Last time I looked at the role of Collective Intelligence in Social CRM, and the relationship of these models to managing the growing volumes of user-generated content - and delivering more relevant and timely information at the point of service interaction, or purchasing decision or search. In a way that perspective is a top-down approach, is influenced by the Wisdom of Crowds idea and powered by some of the excellent work and solutions from vendors like Baynote.
As mentioned in that post, I've also been looking at various Social KM use cases and how support organizations can take an alternative 'bottom-up' approach to socialize their online support and evolve their KM programs. The goal here is looking at the various flavors of blending social models with online knowledge delivery. This work like the previous exercise was helped along by one of my clients, in this case nGenera. In fact, if you like the ideas here, there is a much more complete discussion of the trends, requirements, use cases, and a nifty self-assessment in a White Paper we just completed. You can download a copy here (requires short registration).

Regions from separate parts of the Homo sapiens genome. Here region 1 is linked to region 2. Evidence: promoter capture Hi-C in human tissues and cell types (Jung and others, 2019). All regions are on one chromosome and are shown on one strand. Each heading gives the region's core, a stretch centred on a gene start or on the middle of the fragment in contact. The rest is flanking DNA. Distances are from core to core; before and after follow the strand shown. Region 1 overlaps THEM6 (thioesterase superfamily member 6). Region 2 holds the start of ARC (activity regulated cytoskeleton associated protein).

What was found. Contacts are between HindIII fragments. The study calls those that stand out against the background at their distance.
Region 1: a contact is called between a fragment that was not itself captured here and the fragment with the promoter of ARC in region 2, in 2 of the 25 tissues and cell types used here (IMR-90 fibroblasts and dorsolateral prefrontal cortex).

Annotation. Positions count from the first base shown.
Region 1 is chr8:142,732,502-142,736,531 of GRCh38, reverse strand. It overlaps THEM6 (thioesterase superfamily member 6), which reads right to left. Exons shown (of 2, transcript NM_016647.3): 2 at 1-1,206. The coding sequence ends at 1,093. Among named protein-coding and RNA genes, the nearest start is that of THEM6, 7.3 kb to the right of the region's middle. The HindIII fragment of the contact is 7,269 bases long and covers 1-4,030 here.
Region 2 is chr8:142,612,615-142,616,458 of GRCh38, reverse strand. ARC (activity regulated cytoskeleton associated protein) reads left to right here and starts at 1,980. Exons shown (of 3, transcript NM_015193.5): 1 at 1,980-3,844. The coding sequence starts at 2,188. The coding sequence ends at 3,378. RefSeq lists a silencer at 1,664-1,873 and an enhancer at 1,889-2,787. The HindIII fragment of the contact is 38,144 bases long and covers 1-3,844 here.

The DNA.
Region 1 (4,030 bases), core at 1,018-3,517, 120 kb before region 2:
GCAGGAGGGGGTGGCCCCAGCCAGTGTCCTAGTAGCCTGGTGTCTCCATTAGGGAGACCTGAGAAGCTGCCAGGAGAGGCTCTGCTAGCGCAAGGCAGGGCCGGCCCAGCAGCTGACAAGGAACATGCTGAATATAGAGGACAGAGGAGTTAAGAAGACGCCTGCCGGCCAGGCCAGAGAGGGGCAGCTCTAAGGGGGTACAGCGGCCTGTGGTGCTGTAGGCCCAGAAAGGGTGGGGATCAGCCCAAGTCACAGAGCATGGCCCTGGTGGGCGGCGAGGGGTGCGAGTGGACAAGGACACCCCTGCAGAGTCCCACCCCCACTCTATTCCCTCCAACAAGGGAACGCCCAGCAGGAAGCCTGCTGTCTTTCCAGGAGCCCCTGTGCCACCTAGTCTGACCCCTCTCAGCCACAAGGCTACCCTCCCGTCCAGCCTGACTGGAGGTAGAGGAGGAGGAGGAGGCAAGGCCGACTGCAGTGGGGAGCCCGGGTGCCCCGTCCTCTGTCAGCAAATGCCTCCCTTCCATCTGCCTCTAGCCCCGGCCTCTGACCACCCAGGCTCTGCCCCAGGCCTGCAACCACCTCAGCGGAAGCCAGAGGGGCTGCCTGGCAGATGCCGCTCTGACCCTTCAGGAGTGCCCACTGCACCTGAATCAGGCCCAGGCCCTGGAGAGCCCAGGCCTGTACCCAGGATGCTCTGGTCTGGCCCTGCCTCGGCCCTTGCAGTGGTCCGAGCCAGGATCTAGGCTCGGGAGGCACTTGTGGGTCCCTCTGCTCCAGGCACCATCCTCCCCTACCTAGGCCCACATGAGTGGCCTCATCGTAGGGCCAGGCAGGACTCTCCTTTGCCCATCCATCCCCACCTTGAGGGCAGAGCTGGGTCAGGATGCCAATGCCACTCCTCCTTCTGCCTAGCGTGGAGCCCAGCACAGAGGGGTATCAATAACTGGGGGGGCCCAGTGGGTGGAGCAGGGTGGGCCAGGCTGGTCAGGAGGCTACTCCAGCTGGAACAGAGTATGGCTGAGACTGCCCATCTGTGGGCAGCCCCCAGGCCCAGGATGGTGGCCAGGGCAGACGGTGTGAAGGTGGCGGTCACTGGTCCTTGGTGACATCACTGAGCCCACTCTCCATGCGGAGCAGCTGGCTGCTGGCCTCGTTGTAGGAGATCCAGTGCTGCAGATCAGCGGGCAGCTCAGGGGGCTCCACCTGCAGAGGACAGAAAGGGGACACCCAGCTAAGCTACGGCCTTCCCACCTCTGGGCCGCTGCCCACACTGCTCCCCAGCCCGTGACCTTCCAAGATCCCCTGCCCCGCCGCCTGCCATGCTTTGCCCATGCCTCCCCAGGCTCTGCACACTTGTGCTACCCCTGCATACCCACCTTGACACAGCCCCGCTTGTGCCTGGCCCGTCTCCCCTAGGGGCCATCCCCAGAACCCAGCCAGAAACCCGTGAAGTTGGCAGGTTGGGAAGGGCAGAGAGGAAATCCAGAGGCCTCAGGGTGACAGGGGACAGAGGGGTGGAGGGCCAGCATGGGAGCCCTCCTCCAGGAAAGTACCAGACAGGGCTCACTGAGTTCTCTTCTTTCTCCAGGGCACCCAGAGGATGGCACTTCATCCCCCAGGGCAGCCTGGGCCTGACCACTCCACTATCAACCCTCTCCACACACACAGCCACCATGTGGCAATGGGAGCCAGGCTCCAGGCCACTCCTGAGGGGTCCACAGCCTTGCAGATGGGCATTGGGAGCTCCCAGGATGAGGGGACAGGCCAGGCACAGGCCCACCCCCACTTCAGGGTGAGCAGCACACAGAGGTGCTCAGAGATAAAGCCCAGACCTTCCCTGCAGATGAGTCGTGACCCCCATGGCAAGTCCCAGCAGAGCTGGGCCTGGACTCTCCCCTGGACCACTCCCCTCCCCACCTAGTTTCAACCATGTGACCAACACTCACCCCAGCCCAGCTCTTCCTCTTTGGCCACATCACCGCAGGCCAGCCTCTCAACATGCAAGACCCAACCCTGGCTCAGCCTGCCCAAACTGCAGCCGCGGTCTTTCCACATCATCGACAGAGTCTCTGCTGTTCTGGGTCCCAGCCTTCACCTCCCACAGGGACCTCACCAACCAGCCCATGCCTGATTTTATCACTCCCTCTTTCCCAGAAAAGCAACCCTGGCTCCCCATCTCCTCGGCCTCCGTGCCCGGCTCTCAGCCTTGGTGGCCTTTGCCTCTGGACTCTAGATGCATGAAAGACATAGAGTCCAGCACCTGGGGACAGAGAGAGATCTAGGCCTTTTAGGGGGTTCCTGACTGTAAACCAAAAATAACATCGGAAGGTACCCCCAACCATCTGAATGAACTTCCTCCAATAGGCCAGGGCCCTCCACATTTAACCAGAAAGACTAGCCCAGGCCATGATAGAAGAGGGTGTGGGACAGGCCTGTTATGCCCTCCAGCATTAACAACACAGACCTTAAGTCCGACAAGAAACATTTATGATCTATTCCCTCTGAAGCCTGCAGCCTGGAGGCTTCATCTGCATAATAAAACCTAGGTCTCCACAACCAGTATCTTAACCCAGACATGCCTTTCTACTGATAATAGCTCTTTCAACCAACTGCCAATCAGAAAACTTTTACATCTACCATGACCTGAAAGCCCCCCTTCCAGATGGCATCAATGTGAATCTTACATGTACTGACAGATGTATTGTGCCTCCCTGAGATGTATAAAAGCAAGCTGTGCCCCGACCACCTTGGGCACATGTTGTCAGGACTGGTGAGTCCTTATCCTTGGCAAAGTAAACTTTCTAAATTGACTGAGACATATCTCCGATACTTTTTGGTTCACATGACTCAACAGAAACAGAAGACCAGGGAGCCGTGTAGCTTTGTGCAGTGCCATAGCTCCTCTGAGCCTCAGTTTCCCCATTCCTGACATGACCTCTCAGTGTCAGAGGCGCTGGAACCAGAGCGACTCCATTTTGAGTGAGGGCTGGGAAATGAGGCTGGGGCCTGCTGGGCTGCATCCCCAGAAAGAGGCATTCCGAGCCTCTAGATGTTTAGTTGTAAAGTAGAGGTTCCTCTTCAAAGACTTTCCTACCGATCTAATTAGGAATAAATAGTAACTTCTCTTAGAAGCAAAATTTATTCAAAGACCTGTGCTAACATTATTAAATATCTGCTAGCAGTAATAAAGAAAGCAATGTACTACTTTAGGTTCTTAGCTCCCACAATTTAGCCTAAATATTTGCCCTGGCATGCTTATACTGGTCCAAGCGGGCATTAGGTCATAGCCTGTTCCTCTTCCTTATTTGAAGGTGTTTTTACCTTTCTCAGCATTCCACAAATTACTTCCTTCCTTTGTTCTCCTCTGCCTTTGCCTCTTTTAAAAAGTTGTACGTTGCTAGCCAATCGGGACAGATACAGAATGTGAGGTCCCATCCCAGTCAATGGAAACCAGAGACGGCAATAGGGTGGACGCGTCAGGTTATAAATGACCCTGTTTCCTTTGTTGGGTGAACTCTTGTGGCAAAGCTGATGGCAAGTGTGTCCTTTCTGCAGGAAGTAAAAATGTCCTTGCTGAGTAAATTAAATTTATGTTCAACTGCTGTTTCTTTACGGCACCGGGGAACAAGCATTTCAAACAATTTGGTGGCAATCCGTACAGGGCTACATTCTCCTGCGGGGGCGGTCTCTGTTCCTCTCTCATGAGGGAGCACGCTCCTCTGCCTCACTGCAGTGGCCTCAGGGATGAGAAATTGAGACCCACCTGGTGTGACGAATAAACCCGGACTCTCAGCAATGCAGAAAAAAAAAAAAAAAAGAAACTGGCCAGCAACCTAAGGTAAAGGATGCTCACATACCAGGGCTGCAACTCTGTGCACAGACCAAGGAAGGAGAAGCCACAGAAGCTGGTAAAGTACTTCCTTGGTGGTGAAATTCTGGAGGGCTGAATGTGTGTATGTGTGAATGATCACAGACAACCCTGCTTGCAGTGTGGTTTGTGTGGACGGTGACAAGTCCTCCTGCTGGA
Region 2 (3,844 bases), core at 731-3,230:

Starting with an assumption that basic company support or product forums are currently in place, along with a customer-facing knowledge base, I've mapped out three (initial) social KM use cases. The first involves adding simple collaboration (via chat), and targets online help, assistance and even proactive offers based on what a visitor is doing on the site.
The second uses social channels to promote and socialize the KB (and forum) content, 'push' out solutions and updates on Twitter, and recruit users in public forums to visit the corporate support portal or community (maybe this is actually two separate use cases, but for simplicity let's say it's one).
Finally, the third aims to overlay rules and structure to steer and harvest (largely unstructured) community interactions, add some structure, and provide guidance and federated search so all content is available and more useful to customers and agents.
The following illustration summarizes each of these use cases along with some of the key activities and outcomes. What do you think? What would you add?